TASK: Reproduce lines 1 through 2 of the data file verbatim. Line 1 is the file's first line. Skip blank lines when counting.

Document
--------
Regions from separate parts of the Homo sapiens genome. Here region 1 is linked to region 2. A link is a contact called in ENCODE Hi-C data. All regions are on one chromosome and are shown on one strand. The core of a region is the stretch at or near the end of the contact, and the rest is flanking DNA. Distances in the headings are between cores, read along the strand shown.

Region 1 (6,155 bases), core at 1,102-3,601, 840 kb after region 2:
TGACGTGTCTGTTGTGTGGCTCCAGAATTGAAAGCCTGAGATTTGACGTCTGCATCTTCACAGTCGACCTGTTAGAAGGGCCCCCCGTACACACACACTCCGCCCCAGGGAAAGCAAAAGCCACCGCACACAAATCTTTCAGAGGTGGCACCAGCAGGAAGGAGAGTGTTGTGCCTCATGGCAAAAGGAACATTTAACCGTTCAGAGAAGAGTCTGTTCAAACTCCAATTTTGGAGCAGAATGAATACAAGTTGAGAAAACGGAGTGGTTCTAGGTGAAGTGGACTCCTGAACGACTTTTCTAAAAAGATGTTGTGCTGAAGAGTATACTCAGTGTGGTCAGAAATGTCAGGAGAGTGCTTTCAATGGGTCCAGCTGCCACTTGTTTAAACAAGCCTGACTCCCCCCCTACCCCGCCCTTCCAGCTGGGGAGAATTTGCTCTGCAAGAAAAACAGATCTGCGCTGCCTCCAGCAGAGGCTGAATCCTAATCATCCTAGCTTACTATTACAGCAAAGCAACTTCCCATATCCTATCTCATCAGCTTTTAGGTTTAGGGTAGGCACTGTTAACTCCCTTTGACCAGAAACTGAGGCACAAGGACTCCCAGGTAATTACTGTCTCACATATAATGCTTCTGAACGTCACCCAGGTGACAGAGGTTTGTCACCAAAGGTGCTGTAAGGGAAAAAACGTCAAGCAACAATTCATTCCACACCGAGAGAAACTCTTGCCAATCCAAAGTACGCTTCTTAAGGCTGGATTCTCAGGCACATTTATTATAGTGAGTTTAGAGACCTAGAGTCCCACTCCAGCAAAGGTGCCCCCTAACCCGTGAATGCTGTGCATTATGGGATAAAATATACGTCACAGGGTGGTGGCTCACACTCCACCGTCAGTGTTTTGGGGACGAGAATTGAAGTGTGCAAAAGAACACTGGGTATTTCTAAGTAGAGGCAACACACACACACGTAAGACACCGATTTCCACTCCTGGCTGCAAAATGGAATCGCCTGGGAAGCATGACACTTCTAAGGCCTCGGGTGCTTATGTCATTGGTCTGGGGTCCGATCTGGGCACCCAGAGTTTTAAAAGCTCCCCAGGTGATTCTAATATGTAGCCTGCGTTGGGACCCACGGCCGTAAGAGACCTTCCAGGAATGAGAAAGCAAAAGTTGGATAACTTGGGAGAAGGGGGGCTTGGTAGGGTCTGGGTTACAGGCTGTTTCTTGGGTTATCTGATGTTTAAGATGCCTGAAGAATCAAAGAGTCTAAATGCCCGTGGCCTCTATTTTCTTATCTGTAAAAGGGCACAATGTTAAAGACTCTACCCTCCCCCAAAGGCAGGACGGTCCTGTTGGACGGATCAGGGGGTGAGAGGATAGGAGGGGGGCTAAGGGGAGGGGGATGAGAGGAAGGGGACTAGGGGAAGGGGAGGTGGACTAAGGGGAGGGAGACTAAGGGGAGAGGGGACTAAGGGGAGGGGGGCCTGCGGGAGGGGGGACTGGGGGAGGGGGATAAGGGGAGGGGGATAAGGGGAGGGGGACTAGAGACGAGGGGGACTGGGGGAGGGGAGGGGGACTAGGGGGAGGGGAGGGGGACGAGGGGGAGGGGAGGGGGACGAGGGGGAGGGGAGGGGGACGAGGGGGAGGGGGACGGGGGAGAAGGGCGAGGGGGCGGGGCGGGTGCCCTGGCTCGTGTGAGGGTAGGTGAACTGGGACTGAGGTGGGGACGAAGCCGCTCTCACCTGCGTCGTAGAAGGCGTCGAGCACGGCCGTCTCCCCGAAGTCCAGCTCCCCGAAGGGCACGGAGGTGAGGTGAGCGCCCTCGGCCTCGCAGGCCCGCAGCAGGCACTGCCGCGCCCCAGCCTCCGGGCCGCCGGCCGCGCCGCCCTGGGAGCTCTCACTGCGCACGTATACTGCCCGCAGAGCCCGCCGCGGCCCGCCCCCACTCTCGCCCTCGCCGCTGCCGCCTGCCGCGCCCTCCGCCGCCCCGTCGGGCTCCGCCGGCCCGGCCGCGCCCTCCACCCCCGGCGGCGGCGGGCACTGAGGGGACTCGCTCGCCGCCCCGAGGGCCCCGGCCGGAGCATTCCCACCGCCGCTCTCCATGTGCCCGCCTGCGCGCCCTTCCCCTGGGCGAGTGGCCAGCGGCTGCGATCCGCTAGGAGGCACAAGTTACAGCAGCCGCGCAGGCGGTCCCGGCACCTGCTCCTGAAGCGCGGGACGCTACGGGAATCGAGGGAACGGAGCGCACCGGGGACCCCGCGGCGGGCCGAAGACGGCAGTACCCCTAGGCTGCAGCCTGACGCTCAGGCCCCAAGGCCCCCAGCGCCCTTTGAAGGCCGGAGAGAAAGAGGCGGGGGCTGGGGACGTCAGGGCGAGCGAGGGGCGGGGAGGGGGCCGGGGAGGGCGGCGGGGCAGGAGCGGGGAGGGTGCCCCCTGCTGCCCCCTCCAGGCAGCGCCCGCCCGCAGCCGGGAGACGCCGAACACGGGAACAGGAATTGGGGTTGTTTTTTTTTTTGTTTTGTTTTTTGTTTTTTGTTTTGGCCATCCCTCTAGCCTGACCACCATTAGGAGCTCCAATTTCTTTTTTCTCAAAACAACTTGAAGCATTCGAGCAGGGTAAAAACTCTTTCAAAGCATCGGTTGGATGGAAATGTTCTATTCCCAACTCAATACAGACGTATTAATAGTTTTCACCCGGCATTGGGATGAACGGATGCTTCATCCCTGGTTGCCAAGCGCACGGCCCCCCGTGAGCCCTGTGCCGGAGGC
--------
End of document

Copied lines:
Regions from separate parts of the Homo sapiens genome. Here region 1 is linked to region 2. A link is a contact called in ENCODE Hi-C data. All regions are on one chromosome and are shown on one strand. The core of a region is the stretch at or near the end of the contact, and the rest is flanking DNA. Distances in the headings are between cores, read along the strand shown.

Region 1 (6,155 bases), core at 1,102-3,601, 840 kb after region 2: